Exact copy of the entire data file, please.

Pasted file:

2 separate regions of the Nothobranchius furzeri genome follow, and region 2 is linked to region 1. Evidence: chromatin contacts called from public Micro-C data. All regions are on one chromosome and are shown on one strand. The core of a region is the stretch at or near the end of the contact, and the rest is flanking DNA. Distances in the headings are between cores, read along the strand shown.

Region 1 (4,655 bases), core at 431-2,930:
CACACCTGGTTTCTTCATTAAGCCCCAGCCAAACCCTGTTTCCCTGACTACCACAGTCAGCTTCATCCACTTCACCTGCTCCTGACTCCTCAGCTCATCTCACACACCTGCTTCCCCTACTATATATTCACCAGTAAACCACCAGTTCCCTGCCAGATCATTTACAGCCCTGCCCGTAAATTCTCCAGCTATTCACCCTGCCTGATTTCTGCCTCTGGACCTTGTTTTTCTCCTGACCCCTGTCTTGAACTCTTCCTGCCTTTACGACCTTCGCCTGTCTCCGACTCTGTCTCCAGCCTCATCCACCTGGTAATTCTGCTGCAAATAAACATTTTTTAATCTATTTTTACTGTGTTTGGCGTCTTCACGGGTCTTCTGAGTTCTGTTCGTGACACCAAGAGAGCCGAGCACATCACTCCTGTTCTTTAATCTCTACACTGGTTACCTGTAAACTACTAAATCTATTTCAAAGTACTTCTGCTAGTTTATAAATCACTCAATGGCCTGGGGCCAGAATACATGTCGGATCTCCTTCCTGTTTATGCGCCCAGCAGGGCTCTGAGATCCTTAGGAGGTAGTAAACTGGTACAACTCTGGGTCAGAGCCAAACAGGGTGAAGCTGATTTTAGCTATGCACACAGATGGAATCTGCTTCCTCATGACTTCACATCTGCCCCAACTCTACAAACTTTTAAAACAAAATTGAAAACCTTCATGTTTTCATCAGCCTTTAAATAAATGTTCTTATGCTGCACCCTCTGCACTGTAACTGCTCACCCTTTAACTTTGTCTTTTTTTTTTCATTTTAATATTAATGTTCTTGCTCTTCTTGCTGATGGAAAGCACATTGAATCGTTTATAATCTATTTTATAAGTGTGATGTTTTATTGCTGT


2 separate regions of the Nothobranchius furzeri genome follow, and region 2 is linked to region 1. Evidence: chromatin contacts called from public Micro-C data. All regions are on one chromosome and are shown on one strand. The core of a region is the stretch at or near the end of the contact, and the rest is flanking DNA. Distances in the headings are between cores, read along the strand shown.

Region 1 (4,655 bases), core at 431-2,930:
CACACCTGGTTTCTTCATTAAGCCCCAGCCAAACCCTGTTTCCCTGACTACCACAGTCAGCTTCATCCACTTCACCTGCTCCTGACTCCTCAGCTCATCTCACACACCTGCTTCCCCTACTATATATTCACCAGTAAACCACCAGTTCCCTGCCAGATCATTTACAGCCCTGCCCGTAAATTCTCCAGCTATTCACCCTGCCTGATTTCTGCCTCTGGACCTTGTTTTTCTCCTGACCCCTGTCTTGAACTCTTCCTGCCTTTACGACCTTCGCCTGTCTCCGACTCTGTCTCCAGCCTCATCCACCTGGTAATTCTGCTGCAAATAAACATTTTTTAATCTATTTTTACTGTGTTTGGCGTCTTCACGGGTCTTCTGAGTTCTGTTCGTGACACCAAGAGAGCCGAGCACATCACTCCTGTTCTTTAATCTCTACACTGGTTACCTGTAAACTACTAAATCTATTTCAAAGTACTTCTGCTAGTTTATAAATCACTCAATGGCCTGGGGCCAGAATACATGTCGGATCTCCTTCCTGTTTATGCGCCCAGCAGGGCTCTGAGATCCTTAGGAGGTAGTAAACTGGTACAACTCTGGGTCAGAGCCAAACAGGGTGAAGCTGATTTTAGCTATGCACACAGATGGAATCTGCTTCCTCATGACTTCACATCTGCCCCAACTCTACAAACTTTTAAAACAAAATTGAAAACCTTCATGTTTTCATCAGCCTTTAAATAAATGTTCTTATGCTGCACCCTCTGCACTGTAACTGCTCACCCTTTAACTTTGTCTTTTTTTTTTCATTTTAATATTAATGTTCTTGCTCTTCTTGCTGATGGAAAGCACATTGAATCGTTTATAATCTATTTTATAAGTGTGATGTTTTATTGCTGT